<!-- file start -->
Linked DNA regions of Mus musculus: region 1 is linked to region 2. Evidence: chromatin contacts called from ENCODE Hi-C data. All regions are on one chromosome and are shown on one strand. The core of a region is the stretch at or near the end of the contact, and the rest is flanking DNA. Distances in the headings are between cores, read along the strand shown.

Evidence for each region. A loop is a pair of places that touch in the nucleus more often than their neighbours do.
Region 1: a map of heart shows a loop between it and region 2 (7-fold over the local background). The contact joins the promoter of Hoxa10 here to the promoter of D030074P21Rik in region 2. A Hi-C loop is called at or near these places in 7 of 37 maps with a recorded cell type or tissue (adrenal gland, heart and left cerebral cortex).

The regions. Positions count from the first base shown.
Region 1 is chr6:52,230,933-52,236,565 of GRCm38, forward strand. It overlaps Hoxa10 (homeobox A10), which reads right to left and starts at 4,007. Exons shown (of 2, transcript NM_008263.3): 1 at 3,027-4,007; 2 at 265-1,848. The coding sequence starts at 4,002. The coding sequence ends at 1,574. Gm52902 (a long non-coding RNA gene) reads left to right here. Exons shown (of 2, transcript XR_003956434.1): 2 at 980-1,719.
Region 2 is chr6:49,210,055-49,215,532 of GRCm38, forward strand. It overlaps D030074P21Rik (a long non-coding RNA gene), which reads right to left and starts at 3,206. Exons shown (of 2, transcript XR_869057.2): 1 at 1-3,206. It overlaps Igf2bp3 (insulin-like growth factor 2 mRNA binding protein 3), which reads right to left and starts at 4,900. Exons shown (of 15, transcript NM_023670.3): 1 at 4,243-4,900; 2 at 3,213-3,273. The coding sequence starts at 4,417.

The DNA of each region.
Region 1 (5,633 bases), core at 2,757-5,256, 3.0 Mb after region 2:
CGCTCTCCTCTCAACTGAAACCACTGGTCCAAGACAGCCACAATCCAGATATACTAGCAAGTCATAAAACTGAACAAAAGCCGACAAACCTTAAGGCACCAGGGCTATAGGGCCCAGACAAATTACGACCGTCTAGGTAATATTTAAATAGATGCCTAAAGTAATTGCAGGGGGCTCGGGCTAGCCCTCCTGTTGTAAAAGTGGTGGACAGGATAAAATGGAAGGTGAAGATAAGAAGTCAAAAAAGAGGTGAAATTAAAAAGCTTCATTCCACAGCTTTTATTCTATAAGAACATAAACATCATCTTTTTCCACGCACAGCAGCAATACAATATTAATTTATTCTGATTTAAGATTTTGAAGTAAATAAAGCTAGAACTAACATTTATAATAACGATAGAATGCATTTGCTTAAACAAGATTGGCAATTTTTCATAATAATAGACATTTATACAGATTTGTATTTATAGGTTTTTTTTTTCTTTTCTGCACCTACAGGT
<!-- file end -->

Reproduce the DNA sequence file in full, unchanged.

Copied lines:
Linked DNA regions of Mus musculus: region 1 is linked to region 2. Evidence: chromatin contacts called from ENCODE Hi-C data. All regions are on one chromosome and are shown on one strand. The core of a region is the stretch at or near the end of the contact, and the rest is flanking DNA. Distances in the headings are between cores, read along the strand shown.

Evidence for each region. A loop is a pair of places that touch in the nucleus more often than their neighbours do.
Region 1: a map of heart shows a loop between it and region 2 (7-fold over the local background). The contact joins the promoter of Hoxa10 here to the promoter of D030074P21Rik in region 2. A Hi-C loop is called at or near these places in 7 of 37 maps with a recorded cell type or tissue (adrenal gland, heart and left cerebral cortex).

The regions. Positions count from the first base shown.
Region 1 is chr6:52,230,933-52,236,565 of GRCm38, forward strand. It overlaps Hoxa10 (homeobox A10), which reads right to left and starts at 4,007. Exons shown (of 2, transcript NM_008263.3): 1 at 3,027-4,007; 2 at 265-1,848. The coding sequence starts at 4,002. The coding sequence ends at 1,574. Gm52902 (a long non-coding RNA gene) reads left to right here. Exons shown (of 2, transcript XR_003956434.1): 2 at 980-1,719.
Region 2 is chr6:49,210,055-49,215,532 of GRCm38, forward strand. It overlaps D030074P21Rik (a long non-coding RNA gene), which reads right to left and starts at 3,206. Exons shown (of 2, transcript XR_869057.2): 1 at 1-3,206. It overlaps Igf2bp3 (insulin-like growth factor 2 mRNA binding protein 3), which reads right to left and starts at 4,900. Exons shown (of 15, transcript NM_023670.3): 1 at 4,243-4,900; 2 at 3,213-3,273. The coding sequence starts at 4,417.

The DNA of each region.
Region 1 (5,633 bases), core at 2,757-5,256, 3.0 Mb after region 2:
CGCTCTCCTCTCAACTGAAACCACTGGTCCAAGACAGCCACAATCCAGATATACTAGCAAGTCATAAAACTGAACAAAAGCCGACAAACCTTAAGGCACCAGGGCTATAGGGCCCAGACAAATTACGACCGTCTAGGTAATATTTAAATAGATGCCTAAAGTAATTGCAGGGGGCTCGGGCTAGCCCTCCTGTTGTAAAAGTGGTGGACAGGATAAAATGGAAGGTGAAGATAAGAAGTCAAAAAAGAGGTGAAATTAAAAAGCTTCATTCCACAGCTTTTATTCTATAAGAACATAAACATCATCTTTTTCCACGCACAGCAGCAATACAATATTAATTTATTCTGATTTAAGATTTTGAAGTAAATAAAGCTAGAACTAACATTTATAATAACGATAGAATGCATTTGCTTAAACAAGATTGGCAATTTTTCATAATAATAGACATTTATACAGATTTGTATTTATAGGTTTTTTTTTTCTTTTCTGCACCTACAGGT